Default scope of variables

Frank Millman frank at chagford.com
Tue Jul 9 10:22:48 CEST 2013


"Chris Angelico" <rosuav at gmail.com> wrote in message 
news:CAPTjJmr4Mr0qCGWqXwyvDCZ55NuaV79VbTT8BJNDSDvhrKq15w at mail.gmail.com...
> On Tue, Jul 9, 2013 at 5:35 PM, Frank Millman <frank at chagford.com> wrote:
>> I have been following this sub-thread with interest, as it resonates with
>> what I am doing in my project.
>
> Just FYI, none of my own code will help you as it's all using libpqxx,
> but the docs for the library itself are around if you want them (it's
> one of the standard ways for C++ programs to use PostgreSQL).
>

I support multiple databases (PostgreSQL, MS SQL Server, sqlite3 at this 
stage) so I use generic Python as much as possible.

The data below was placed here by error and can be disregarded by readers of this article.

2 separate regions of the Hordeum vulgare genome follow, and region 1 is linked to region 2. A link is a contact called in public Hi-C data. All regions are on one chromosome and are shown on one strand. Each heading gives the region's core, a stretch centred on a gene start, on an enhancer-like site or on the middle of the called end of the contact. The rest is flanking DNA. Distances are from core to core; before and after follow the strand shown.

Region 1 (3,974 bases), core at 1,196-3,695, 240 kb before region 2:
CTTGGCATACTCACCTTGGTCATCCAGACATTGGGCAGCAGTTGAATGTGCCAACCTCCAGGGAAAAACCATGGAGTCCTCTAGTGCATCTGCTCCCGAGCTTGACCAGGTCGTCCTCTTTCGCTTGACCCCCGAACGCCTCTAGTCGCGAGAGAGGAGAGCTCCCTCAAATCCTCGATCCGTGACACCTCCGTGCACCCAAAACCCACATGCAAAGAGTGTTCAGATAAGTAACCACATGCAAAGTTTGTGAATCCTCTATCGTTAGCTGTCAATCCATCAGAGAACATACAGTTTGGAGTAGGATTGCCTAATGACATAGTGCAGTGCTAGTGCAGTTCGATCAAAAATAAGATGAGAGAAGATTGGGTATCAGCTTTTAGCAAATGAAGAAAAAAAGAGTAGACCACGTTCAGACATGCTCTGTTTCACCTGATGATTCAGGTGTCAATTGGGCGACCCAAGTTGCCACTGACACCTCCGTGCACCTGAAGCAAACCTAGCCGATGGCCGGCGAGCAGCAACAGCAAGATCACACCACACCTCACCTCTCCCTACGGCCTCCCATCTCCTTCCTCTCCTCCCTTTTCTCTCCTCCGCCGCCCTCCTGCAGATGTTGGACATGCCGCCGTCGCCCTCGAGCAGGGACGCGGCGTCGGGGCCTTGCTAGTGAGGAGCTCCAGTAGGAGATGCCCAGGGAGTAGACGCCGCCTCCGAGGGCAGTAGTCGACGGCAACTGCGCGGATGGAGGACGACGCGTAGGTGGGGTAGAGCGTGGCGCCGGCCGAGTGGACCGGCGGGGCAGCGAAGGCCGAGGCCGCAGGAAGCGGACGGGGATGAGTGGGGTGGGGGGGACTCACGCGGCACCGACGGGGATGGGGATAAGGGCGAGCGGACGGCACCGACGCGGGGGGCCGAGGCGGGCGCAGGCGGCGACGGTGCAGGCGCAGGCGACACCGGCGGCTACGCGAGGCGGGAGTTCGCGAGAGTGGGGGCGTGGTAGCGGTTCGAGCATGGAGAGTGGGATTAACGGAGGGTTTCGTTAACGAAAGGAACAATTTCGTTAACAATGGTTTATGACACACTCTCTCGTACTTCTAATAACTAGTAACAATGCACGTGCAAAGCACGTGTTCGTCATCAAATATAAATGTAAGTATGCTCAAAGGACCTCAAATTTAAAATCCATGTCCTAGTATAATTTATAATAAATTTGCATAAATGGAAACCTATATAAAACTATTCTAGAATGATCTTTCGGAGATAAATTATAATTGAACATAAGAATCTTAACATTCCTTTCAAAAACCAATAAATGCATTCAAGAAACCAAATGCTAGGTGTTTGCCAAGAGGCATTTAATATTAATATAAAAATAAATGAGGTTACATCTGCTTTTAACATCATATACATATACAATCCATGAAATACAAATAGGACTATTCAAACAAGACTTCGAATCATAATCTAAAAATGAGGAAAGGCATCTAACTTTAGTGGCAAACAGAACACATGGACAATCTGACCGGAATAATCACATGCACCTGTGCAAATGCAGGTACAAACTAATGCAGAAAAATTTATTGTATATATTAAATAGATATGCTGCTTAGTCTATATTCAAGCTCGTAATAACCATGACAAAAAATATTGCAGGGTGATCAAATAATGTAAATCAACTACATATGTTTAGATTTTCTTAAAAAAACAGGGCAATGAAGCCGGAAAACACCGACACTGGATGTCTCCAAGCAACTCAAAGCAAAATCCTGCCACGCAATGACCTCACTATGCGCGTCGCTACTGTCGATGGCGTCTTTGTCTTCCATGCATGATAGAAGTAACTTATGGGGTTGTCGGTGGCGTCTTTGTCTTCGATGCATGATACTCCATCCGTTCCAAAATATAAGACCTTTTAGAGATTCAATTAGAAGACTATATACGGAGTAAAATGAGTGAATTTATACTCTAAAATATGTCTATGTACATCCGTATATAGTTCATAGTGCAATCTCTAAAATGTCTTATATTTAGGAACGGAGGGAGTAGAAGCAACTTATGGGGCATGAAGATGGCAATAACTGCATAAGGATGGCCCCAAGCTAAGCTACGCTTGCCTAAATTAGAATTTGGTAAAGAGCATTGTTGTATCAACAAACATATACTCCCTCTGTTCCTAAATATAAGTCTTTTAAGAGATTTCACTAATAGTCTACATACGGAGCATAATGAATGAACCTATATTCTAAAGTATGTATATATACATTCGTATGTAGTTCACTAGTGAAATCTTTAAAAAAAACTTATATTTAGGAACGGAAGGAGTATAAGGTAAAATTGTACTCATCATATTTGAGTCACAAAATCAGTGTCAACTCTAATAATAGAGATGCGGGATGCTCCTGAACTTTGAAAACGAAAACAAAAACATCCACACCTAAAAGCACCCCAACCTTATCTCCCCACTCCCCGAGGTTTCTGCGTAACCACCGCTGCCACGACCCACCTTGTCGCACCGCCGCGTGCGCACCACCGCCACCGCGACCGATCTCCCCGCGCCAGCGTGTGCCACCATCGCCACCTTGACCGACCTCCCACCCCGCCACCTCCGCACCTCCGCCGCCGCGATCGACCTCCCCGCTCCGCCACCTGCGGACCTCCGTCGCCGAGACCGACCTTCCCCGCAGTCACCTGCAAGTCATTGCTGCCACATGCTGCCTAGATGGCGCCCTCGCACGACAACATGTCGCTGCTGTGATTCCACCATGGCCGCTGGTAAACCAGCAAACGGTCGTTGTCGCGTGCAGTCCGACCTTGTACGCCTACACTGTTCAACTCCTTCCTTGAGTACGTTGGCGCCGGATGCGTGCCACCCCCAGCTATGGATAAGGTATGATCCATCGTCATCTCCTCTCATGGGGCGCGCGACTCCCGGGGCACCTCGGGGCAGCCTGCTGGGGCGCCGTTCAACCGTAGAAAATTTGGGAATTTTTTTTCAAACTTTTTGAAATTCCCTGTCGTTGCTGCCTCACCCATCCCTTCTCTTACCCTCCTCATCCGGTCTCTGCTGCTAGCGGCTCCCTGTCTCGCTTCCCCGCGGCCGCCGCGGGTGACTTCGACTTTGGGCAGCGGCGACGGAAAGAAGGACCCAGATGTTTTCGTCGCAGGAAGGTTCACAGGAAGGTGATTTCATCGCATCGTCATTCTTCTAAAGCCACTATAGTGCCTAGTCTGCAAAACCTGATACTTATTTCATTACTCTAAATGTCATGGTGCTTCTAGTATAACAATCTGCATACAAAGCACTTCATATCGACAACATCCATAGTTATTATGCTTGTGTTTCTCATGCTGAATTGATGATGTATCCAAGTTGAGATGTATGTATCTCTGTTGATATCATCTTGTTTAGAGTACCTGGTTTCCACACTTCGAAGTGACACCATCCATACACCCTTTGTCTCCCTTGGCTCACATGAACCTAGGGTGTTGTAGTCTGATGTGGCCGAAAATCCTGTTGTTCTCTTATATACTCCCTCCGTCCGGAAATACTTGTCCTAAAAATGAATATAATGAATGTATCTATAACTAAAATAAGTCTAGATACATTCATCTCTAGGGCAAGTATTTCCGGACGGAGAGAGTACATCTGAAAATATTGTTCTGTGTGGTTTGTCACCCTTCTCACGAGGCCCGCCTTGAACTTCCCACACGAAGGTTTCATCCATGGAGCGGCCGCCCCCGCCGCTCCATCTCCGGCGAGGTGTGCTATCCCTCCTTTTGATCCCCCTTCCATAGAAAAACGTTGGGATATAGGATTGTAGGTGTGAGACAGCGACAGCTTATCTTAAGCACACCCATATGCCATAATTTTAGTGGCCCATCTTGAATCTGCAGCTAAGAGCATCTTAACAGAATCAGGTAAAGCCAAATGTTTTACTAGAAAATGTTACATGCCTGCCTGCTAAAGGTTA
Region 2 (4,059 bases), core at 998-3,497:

>> I came up with the following context manager -
>>
>> class DbSession:
>>     def __exit__(self, type, exc, tb):
>>             if self.transaction_active:
>>                 self.conn.commit()
>>                 self.transaction_active = False
>
> Hmm. So you automatically commit. I'd actually be inclined to _not_ do
> this; make it really explicit in your code that you now will commit
> this transaction (which might throw an exception if you have open
> subtransactions).
>

I endeavour to keep all my database activity to the shortest time possible - 
get a connection, execute a command, release the connection. So setting 
'transaction_active = True' is my way of saying 'execute this command and 
commit it straight away'. That is explicit enough for me. If there are 
nested updates they all follow the same philosophy, so the transaction 
should complete quickly.

Frank






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